|Writer:||David Kraft, Marv Wolfman|
|Pencils:||Alan Weiss, Jim Sherman|
|Cover Art:||Alan Weiss|
|Add. Art:||Al Milgrom, Bob Budiansky, Frank Giacoia, Keith Pollard, Rick Parker|
|Reprinted In:||Essential Peter Parker, the Spectacular Spider-Man #3|
Man-Wolf is on the loose and going a bit mental in the park. He thrashes a pedestrian aside, hurls a tree and tosses a car.
Lance Bannon is watching on, taking pictures for the Bugle. Nearby, at ESU, Peter is helping Curt Connors with an experiment to
help cure cancer. His spider sense goes off, though, and he tells Connors he has to go.
As Spidey, he swings into action and is surprised to see Man-Wolf as he thought he had died back in ASM #190. Wolf climbs a
building and hurls a huge chunk of concrete down towards the ground and watching crowd below. Spide snags it but loses track of
Man-Wolf converts back to John Jameson and finds his old girlfriend - Kristine Saunders. She thought John was dead and is so
shocked to see him that she faints.
At the Bugle, Jonah throws Bannon out when he brings in the Man-Wolf pictures. JJJ has resigned himself to the fact his son is
dead and can't bring himself to believe the photos. Spidey is going for a swing and his spider sense draws him to Kristine's
apartment where he finds John. He swings straight through a window (which I hope he's going to pay for) and John says he's glad
to see him.
John says he's not sure what happened when he fell off the bridge. He says the Moonstone that turns him into Man-Wolf must have
transported him somewhere. Spidey's just about to suggest he goes to see Curt Connors when Jonah walks in. Spider-Man jumps out
a different window (either that or the one he broke mysteriously fixed itself) to avoid Jonah's shouting. JJJ hugs his son and
is genuinely overawed to see him.
Soon after at ESU, Kristine, Jonah, John and Spidey have gone to see Curt Connors. Connors explains how his cancer expermient
works and suggests it could be used to cure John. John is locked in a titanium vault where he turns into Man-Wolf and is
monitored by Connors to see if there could perhaps be a cure.
Connors discovers that the moonstone's roots are woven throughout John's body. He says he can operate but that they will have to
find a way to sedate John/Man-Wolf for long enough. John begs him to do it but Jonah is quietly convinced it is a Spider-Man
plot. John is re-locked in the vault but, when he begins to change into Man- Wolf and cries out in pain, Jonah releases him.
Man-Wolf begins his rampage, hurling Spider-Man aside, but he pauses when he sees Kristine. Spidey doesn't catch this, however,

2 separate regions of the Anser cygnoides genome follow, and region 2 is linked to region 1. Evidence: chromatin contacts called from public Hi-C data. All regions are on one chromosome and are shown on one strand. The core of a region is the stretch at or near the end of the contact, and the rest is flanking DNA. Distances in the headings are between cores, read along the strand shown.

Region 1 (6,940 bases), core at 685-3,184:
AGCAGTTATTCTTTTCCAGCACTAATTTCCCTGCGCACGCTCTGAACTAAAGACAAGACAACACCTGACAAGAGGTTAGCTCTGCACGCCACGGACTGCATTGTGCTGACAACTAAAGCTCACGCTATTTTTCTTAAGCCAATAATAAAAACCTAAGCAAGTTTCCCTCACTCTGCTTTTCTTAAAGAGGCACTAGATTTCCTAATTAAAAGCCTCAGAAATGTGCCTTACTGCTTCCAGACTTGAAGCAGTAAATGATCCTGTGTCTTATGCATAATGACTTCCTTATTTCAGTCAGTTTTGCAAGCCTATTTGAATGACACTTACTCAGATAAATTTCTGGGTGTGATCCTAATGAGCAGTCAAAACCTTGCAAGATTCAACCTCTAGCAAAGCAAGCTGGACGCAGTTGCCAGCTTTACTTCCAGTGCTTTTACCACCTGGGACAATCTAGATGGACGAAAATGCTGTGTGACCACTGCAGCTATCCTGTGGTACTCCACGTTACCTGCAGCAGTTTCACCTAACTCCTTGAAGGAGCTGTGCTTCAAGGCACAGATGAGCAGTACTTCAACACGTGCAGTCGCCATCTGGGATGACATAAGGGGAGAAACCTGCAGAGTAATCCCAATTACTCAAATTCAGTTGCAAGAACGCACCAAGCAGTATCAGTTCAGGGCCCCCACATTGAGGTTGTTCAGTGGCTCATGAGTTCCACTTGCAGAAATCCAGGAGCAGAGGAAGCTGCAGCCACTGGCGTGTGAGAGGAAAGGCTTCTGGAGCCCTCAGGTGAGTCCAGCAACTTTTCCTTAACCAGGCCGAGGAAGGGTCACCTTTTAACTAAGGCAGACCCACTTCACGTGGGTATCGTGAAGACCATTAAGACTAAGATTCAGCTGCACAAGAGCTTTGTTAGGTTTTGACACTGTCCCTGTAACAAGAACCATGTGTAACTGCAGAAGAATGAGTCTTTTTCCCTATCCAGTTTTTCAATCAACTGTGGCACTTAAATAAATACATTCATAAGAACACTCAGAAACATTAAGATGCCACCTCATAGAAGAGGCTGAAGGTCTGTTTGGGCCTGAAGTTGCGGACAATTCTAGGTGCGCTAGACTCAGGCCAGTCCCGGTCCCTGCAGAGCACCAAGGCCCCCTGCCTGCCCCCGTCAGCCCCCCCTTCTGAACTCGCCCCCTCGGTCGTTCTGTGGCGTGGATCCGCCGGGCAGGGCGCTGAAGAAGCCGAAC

and continues to brawl with Wolf. He eventually knocks him out but thinks he has broken his hand in the process.
He straps Wolf down to a table so Curt can operate. He tells Jonah to sit down and shut up, then helps Curt out by helping to
hoist the magnetic beam Curt is using to cure Wolf. The beam catches the moonstone and, at first, it looks as if it has cured
him. All of a sudden, however, John reverts back into Man-Wolf and is off on another rampage until Jonah grabs him and tells him
he has got to snap out of it. Man-Wolf again turns back into John, before reverting and batting him across the room. He then
faints. Curt says the effects of the magnetism were delayed but that John is now cured of being Man-Wolf. The moonstone bounces
out of his body and crumbles into dust.
This story was just a bit padded - especially in the last quarter where John was himself, then the Man-Wolf, then himself again,
and so on. Jonah's role also seems a bit contrived to the point of being out of character. He knows John is the Man-Wolf, he
knows he can be dangerous, yet he opens the metal door to release him seemingly for no other reason than the fact Spider-Man is
there. Of course he has a grudge against Spider-Man but you would think that any right-thinking person would see beyond that if
their own children were involved.
That said, there's nothing too bad in this. John is cured of being Man-Wolf - at least until the next writer comes along and
needs him as a villain again, while Spidey and Curt Connors show their working relationship is a healthy one. The only real
point of contention was how Spider-Man would know what Curt was studying? After all, it was PETER who was working with him at
the start and, at this stage, Curt doesn't know Peter/Spidey are the same person. Wouldn't Curt wonder how Spidey knows what
he's up to?
A solid-enough story that's just a bit stretched out to fill the longer page count in an annual.